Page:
Once this realisation hits home, Kate returns to confront Barré’s only to discover that the photograph is no longer there. Barré tries to turn the table to try and put the focus back on Kate and take it away from his involvement in the case, he infers that maybe it is she who is mentally disturbed. She is asked to leave by his security detail, Picot is also there in the mansion with them. In true Kate fashion, before she stomps out of the house she insists on signing their guestbook and writes, “HOUSE OF LIES” in it. She walks towards the walk seemingly defeated but there’s a ray of hope as she soon finds that someone has decided to help her by providing her with a copy of the missing photograph. She looks up from the courtyard where her car is parked to see Barré’s daughter watching her from an upper floor window.
Kate returns again to the monastery determined to find the priest, she refuses to take the Abbott’s word and sets off the fire alarm to get all the priests to congregate in the common area. Once they're there she shows the photograph of the missing priest, Patenaude, and announces that if he is indeed alive, she wanted him to know that his mother was terminally ill and that he needed to go make his peace with her. This works as later in the evening, Patenaude is seen travelling on the metro to go see his mother. It’s very 007 from here on end, as Kate is seen to be in the oppsite building to Patenaude’s mother’s building, waiting with a photographer to catch the priest entering the building and get proof that he was indeed alive. Patenaude goes to see his mother and later is seen exiting the building however Picot is also seen following him, his intention is obviously to kill him. Kate in fear of losing their only hope of winning their case follows Picot. She tries to call Micahel but Michael is passed out on a couch from a red-wine induced sleep. There’s a classic chase through the metro complete with the intense music and at the last minute Kate is saved once again by her mystery man from the catacombs who stops Picot, telling him that he watches over Kate and the priest before dramatically stabbing him in the eye.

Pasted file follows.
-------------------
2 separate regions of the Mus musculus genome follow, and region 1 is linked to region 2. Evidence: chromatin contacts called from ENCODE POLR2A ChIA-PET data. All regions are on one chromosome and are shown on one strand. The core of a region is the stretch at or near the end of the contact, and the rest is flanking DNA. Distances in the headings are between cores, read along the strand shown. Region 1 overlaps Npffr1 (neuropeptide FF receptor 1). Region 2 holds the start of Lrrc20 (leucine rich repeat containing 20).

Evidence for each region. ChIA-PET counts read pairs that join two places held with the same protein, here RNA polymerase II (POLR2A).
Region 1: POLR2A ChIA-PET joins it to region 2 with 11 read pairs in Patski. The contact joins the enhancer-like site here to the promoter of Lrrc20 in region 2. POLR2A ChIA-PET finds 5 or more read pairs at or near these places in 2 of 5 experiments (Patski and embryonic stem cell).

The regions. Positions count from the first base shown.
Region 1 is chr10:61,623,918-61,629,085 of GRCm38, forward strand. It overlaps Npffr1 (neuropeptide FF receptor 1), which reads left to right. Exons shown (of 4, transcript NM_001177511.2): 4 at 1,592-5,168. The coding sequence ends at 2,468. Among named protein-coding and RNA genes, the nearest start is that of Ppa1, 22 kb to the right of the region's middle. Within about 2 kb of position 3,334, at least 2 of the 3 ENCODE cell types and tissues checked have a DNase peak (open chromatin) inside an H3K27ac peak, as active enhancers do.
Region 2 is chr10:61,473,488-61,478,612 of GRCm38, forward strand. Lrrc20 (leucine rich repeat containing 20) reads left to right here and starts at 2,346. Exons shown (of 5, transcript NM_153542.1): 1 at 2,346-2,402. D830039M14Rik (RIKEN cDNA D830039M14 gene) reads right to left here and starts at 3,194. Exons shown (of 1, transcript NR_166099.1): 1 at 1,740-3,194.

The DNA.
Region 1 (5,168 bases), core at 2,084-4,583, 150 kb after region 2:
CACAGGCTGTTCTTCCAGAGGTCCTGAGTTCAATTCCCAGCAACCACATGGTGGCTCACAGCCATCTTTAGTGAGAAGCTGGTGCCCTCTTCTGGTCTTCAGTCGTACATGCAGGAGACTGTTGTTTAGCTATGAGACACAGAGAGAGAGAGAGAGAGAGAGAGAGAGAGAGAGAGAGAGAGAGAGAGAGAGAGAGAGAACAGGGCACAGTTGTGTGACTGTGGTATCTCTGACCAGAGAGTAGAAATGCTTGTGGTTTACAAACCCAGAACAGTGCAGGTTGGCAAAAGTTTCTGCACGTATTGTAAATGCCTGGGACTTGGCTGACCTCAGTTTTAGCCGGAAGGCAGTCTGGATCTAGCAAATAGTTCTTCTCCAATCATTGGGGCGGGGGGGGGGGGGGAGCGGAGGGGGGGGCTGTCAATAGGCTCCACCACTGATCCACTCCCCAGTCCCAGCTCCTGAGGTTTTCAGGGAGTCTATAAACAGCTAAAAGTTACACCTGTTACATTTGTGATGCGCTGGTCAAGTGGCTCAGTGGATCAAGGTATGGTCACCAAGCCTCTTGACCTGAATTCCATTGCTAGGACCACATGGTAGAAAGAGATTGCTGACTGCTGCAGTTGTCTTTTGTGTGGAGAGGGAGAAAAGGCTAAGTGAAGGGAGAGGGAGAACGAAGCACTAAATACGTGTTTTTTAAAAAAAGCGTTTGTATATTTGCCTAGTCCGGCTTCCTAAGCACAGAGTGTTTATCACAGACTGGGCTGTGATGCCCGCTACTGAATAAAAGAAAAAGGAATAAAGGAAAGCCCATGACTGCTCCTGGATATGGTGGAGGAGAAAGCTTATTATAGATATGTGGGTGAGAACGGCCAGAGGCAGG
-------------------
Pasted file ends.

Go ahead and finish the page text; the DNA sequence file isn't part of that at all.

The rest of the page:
The ending of episode 3 almost feels like an ending for the season as Michael explains to the magistrate that the Brigadier General and Barré’s son proves that the death of Patenaude was part of a fabrication and that in fact, they had been on a secret mission to train the Hutu army. Thus bringing up the issue about the French government involvement in the lead up to the Rwanda genocide of 1994. The magistrate says, it still does not challenge the prosecution’s accusation that Alice had killed the priest, Patenaude. Michael responds, “Except she didn’t and here’s my proof.” This is when the priest enters the room and introduces himself. Barré meets his fate also as the authorities arrive at his home to arrest him, rather than face prosecution, he is completely undone and seems to think there is only one way out as he puts a gun into his mouth and shoots himself dead.
I felt that in this episode, Hugo Blick seemed to make minor concessions which took the focus away from more interesting stories to be told. This episode also seemed to lull in places and became too invested in the minor concessions as a result. I’m looking forward to watching Episode 4 to see more of Michaela Coel as Kate, she is just superb in her role and commands the screen every time she appears.